School children leaving paper cranes that they have folded at the memorial.
This model in the Peace Memorial Museum shows the area between and along the Honkawa River and the Motoyasu River. Since the end of the Edo period (1867) it had been the downtown shopping and entertainment district of Hiroshima, as well as an area of historic temples and shrines. -- Because of the threat of air-raids, several streets were being cleared of buildings during the summer of 1945, to create fire lanes. On the morning of August 6, many middle school students lost their lives because they were in this district that morning, working on the demolition of buildings to create the fire lanes. -- At the head of the islnd may be seen the "T" shaped bridge that was the actual target of the atomic bomb dropped by the Enola Gay. On the bank of the river, slightly to the right of that bridge is the copper-roofed building with a dome, the Hiroshima Prefecture Industrial Promotion Hall, that was almost directly beneath the actual point of detonation of the bomb, the hypocenter. The
Because of the summer heat, it was crucial to cremate the bodies of victims quickly, although it was difficult because of the enormous number of bodies. Temporary cremation sites were set up throughout the city to cremate the bodies that were being brought continuously. In this photo we can see the bodies being piled one upon another with firewood to burn the bodies.
The First Elementary School, 2,600 meters from the hypocenter, and other building that survived the blast throughout the city were used as relief stations to provide the very minimal aid that was available to the victims of the blast.
In this photo of the ruins of Hiroshima, taken in the autumn, 1945, we can see a plant that had come back to life and blossomed. Superimposed on it is a poem of great hope and affirmation. It is displayed near the exit of the Peace Memorial Museum.
Flowers and paper cranes left at the memorial.
This model from the Peace Memorial Museum presents what remained in the central target area after the explosion of the atomic bomb. It represents the site on the afternoon of August 6, or perhaps on August 7, when the consuming fires had died out. The remains now known as the A-Bomb Dome are in the upper left. Because the force of the blast was almost directly down on that brick building, rather than outward, some of the walls remained standing, although the interior was entirely crushed and collapsed by the blast. Several other buildings in the vicinity also remained standing or partially standing; they were buildings constructed of high quality steel-reinforced concrete. Everything else is gone, either destroyed by the initial force of the blast or consumed by the raging fires that immediately swept the city, leaving essentially nothing by the end of the day.
Detail of the memorial to the children who perished in the atomic blast on August 6, 1945, showing the statue at the memorial and strings of paper cranes left by school children visiting the memorial.
Photographs of the immediate after-effects of the A-bomb are very rare. This photo was one of perhaps half a dozen or fewer taken by resident Yoshito Matsushige. It was taken at about 11:00 a.m., on the morning of August 6, at the west end of the Miyuki Bridge, Senda-machi, about 2,270 meters from the hypocenter. It shows survivors of the blast seeking aid for burns and other injuries. The photo has been enlarged to a mural sized image in the Peace Memorial Museum.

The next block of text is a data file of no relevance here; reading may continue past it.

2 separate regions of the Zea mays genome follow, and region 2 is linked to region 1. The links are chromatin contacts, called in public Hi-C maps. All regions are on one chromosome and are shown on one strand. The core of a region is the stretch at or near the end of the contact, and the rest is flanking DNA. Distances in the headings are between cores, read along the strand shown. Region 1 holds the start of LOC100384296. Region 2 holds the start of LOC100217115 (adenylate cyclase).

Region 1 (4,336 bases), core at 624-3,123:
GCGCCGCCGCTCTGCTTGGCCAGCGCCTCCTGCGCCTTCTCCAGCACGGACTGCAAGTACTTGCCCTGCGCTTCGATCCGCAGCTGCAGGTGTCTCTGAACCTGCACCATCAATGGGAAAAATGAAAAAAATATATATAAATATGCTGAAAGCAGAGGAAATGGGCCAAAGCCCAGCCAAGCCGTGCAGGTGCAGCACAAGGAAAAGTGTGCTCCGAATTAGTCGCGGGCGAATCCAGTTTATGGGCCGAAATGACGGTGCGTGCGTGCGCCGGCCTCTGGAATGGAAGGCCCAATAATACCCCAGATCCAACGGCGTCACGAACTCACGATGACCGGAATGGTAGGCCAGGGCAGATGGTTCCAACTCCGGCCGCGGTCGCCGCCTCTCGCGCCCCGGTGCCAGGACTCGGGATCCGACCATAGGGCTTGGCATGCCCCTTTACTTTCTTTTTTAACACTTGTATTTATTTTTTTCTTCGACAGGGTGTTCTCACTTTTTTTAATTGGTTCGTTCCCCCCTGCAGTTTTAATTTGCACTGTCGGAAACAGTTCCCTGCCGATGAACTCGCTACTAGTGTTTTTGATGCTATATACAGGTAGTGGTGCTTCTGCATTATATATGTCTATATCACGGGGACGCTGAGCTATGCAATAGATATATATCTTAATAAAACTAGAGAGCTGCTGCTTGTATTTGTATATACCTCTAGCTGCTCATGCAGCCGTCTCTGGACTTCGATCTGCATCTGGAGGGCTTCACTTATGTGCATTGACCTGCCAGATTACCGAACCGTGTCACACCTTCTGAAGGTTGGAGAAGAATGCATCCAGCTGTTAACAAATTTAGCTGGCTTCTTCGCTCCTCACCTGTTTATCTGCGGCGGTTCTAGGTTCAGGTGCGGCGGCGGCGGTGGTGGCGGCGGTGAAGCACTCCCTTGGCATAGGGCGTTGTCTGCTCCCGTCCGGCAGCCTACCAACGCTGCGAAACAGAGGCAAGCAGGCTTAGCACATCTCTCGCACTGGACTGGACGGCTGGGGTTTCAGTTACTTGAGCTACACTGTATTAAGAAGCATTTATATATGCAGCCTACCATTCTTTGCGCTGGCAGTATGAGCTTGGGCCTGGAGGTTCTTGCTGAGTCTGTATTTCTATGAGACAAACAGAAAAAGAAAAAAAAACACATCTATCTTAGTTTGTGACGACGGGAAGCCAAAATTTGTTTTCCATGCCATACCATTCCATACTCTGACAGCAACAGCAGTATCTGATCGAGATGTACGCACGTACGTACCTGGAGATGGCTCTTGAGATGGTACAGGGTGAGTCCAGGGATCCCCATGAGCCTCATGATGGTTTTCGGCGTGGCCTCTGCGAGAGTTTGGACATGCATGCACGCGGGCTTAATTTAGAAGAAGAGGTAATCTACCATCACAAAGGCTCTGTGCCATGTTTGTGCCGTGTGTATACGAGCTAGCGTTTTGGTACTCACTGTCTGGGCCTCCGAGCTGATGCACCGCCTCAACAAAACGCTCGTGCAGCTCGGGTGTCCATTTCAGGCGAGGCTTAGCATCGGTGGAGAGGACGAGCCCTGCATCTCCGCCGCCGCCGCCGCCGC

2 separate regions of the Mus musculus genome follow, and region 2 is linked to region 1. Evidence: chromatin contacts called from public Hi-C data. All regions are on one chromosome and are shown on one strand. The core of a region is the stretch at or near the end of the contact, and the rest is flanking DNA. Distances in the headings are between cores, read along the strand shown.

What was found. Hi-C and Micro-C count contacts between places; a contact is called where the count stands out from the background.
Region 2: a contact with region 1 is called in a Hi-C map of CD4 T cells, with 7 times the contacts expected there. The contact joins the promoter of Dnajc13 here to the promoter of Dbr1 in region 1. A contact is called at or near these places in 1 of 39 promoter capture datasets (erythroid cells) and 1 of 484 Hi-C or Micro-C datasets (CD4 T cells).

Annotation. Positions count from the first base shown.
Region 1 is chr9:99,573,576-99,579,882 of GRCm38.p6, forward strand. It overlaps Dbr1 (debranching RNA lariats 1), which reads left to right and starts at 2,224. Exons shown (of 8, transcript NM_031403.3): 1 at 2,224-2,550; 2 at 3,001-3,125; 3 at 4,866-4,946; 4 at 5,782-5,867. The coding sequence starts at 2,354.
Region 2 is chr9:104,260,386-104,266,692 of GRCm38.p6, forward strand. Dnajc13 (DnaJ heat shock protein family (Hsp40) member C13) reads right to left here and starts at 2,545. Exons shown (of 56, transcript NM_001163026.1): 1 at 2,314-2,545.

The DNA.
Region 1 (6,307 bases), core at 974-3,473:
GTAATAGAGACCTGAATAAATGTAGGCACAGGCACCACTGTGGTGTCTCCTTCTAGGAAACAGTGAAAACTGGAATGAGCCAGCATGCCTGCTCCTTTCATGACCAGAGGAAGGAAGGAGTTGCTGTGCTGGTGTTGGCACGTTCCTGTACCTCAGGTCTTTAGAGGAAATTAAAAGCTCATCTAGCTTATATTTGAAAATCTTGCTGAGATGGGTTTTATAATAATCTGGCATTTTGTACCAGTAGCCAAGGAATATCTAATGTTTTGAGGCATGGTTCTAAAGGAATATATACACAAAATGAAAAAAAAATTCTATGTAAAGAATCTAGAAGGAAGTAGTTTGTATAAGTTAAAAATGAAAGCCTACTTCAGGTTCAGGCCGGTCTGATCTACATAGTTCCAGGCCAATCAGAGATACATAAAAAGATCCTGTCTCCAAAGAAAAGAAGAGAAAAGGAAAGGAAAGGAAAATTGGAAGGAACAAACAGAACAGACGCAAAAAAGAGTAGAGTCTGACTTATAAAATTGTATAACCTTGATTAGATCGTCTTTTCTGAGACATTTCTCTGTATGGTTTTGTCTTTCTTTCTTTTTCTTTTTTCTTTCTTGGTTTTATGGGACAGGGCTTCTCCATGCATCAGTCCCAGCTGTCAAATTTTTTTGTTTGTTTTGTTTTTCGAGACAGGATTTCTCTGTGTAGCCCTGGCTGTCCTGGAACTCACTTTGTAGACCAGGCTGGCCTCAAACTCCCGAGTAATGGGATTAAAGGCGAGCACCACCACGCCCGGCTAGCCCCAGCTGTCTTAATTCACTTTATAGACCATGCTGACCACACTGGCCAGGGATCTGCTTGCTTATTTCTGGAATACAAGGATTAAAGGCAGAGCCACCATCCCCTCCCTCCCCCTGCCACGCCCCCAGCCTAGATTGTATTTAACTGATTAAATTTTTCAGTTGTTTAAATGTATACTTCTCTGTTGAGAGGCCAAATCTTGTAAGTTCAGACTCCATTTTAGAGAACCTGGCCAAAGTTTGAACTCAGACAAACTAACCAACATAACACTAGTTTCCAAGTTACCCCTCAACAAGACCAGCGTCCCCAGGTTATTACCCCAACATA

The first wave of the horrendous toll taken by the atomic bomb explosion was, of course, the concussion of the explosion and unearthly intensity of the heat of the explosion. These immediate effects were followed months and years later by illnesses resulting from exposure to radioactivity, such as the death of Sadako Sasaki, who succumbed to leukemia ten years later. In this image we see the unimaginable horror of the burns resulting from the blast, which generated heat rays so intense that they charred the patterns of fabrics on to victims' skin.
This pocket watch and belt buckle belonged to Jiro Hataguchi, who was at work, at the Hiroshima Railway Bureau, at the time of the blast. His wife and brother found the watch and buckle and bones four days after the exposion under a safe in his workplace, 1850 meters from the hypocenter.
View looking up at the memorial silhouetted against the sky. The doves are bronze statues.
In this view from the Peace Memorial Museum, in the middle distance we see the Cenotaph, the memorial to the victims of the atomic bomb, and in the distance beyond it, the Atomic-bomb Dome. The buildings of the reborn city of Hiroshima push in around the Peace Park, perhaps encroaching somewhat but perhaps also serving as a celebration of the resurgence of the city in the aftermath of the atomic attack. Very striking and perhaps seemingly incongruous are the â€œHâ€ shaped structures to the right behind the Atomic-bomb Dome in this view â€“ these are the light stanchions of Hiroshima Stadium, the home of the Hiroshima Carp baseball team, a major league team of the Central League. The stadium is just across the street from the northern entrance to the Peace Park and is perhaps two hundred yards from the Atomic-bomb Dome.